Several researchers have attempted to understand why some kids display more impulsive behavior than others. They have found that impulsivity in children can be explained by:
1) Genetic factors: some studies suggest that children who have a family history of ADHD or mental health issues are at greater risk of impulsive behavior.
2) Developmental factors: A seven-year-old will show greater self-control and better emotion-regulation skills than a three year old.
This is because these skills are developed as your child grows. Some degree of impulsive behavior is therefore normal in young children, who later develop impulse control skills. Older children may display impulsive behavior due to development delays.
Damages or abnormalities in this part of the brain can therefore lead to impulsive behavior. Children with neurodevelopment issues such as ADHD or autism are also more likely to display impulsive behavior.
4) Environmental factors: The environment plays a major role in children’s behavior. A child exposed to a stressful environment (violent, abuse, neglect) may have a harder time controlling their impulses.
5) Personality: Kids are all different and they display different behavior depending on their personalities. Just like some kids tend to be introverted, some kids have a naturally impulsive temperament than others.
This article has everything you need to know about how your child’s personality influences their behavior and, more importantly, it provides tips to help you parent according to that personality.
Being aware of the different factors that influence impulsivity in children can make it easier to deal with it.
Irrespective of the reasons behind your child’s impulsive behavior, we now know that certain strategies can help children struggling with impulse control. Here are several things you can do at home to help your child practice their self-control.
Five things that you can do to manage impulsivity in children
Most children learn impulse control by practicing skills such as their self-control skills. In other words, most children need parental guidance or guidance from the adults in their lives to reduce their impulsive behavior.
Here are five things that you can do if your child is struggling with impulse control.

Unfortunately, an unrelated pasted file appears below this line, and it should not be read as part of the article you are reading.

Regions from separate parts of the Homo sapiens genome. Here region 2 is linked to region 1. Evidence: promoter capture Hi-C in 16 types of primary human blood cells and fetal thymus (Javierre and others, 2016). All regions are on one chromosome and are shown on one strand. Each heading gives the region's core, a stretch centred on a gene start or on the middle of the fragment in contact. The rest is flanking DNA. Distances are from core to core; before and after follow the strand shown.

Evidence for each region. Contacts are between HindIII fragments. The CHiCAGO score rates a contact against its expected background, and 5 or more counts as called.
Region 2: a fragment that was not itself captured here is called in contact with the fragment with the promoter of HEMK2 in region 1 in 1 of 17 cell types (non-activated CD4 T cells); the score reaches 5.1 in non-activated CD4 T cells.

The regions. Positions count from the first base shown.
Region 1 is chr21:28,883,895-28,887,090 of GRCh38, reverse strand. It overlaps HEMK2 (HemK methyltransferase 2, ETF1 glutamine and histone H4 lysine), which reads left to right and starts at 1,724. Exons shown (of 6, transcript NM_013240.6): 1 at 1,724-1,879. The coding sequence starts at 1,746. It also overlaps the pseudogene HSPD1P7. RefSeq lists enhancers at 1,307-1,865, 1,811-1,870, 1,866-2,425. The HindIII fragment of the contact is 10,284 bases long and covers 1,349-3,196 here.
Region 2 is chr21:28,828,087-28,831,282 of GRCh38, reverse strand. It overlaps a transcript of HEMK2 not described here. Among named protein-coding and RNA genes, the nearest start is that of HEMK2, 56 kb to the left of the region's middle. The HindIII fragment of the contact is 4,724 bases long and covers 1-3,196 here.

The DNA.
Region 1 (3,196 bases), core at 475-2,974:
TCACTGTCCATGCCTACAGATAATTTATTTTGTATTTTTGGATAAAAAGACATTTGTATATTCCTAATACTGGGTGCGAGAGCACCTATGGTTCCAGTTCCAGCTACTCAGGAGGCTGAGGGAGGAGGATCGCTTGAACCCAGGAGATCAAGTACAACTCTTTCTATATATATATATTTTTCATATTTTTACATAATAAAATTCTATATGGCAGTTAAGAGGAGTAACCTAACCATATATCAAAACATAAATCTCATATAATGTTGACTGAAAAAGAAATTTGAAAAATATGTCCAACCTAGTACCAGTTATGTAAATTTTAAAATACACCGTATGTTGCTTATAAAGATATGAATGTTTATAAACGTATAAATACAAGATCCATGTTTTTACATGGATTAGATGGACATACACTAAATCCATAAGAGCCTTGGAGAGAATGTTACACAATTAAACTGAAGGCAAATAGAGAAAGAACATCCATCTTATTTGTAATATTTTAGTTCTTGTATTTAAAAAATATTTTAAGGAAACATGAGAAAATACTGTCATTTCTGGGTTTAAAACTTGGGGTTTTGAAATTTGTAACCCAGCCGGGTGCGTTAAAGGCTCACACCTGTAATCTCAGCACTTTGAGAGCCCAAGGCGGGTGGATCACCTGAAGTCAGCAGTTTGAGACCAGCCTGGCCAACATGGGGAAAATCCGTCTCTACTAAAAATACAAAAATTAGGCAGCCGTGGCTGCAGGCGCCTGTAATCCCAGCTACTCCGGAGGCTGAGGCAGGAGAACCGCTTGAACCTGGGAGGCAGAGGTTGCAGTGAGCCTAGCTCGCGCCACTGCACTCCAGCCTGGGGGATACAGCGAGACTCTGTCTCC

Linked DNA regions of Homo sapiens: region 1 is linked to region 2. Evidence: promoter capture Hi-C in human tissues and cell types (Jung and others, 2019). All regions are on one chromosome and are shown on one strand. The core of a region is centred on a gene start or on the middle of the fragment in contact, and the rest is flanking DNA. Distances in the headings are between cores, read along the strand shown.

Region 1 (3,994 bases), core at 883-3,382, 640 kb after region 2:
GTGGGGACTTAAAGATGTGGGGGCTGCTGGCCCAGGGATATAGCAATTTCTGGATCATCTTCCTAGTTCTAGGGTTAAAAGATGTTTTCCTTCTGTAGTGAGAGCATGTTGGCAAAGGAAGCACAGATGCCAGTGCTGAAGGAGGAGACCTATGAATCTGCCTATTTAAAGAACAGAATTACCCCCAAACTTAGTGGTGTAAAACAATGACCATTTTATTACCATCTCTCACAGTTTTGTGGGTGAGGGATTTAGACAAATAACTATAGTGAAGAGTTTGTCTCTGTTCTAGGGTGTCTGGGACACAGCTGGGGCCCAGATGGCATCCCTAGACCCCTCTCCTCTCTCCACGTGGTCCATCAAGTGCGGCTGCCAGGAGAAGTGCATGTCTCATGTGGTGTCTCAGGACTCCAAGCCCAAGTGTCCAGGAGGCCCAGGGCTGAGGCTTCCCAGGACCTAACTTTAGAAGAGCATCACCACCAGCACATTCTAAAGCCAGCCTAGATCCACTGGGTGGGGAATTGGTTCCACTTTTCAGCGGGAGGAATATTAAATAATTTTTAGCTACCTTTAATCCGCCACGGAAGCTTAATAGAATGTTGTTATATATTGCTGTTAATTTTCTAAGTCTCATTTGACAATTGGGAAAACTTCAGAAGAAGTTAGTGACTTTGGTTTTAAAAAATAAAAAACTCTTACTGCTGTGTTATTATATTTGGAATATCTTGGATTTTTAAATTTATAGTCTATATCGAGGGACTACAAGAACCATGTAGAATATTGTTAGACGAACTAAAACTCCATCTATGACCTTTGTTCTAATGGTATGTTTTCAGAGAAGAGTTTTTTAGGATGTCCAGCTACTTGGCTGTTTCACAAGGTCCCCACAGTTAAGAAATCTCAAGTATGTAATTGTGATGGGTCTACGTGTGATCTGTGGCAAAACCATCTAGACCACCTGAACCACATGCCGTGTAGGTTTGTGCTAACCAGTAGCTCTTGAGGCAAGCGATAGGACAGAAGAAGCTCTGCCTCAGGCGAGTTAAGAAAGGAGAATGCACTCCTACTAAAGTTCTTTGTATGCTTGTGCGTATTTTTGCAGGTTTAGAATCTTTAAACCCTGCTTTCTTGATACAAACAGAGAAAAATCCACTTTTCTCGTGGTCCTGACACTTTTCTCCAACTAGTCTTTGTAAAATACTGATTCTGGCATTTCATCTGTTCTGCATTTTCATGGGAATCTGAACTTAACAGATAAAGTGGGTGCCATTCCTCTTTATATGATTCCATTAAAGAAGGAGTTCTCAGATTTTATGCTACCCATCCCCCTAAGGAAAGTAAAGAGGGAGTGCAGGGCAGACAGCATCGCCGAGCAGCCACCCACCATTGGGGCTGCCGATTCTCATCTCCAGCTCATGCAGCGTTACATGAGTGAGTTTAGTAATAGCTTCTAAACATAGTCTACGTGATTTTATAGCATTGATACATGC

1) Set clear expectations to manage impulsivity in children
All children need rules and limits to guide their behavior, and this is especially true for children struggling with impulse control. They need to know what is expected of them, but those expectations need to be in line with that they are actually capable of.
In other words, expecting a child struggling with impulsivity to remain concentrated for long periods of time can only lead to frustration and to greater impulsive behavior.
Breaking down tasks and expecting them to remain concentrated for shorter periods of time, which you can later increase with time, is a more effective strategy.
2) Ensure that your child is getting sufficient physical activity
Although further studies are still required, several researchers suggest that physical activity has a positive effect on cognitive performance, especially among children whose cognitive capacities are not fully developed.
Physical activity is thought to improve concentration and focus, behavior, and academic performance in children with poor impulse control.
By ensuring that your child gets sufficient physical activity every day, you can help reduce their impulsive behavior.
3) Use positive reinforcement
Positive reinforcement is one of the most effective behavior management strategies because it focuses on promoting positive behavior, meaning the behavior expected, rather than on negative behavior.
Multiple studies have shown that when used appropriately, positive reinforcement is a powerful strategy with lasting effects.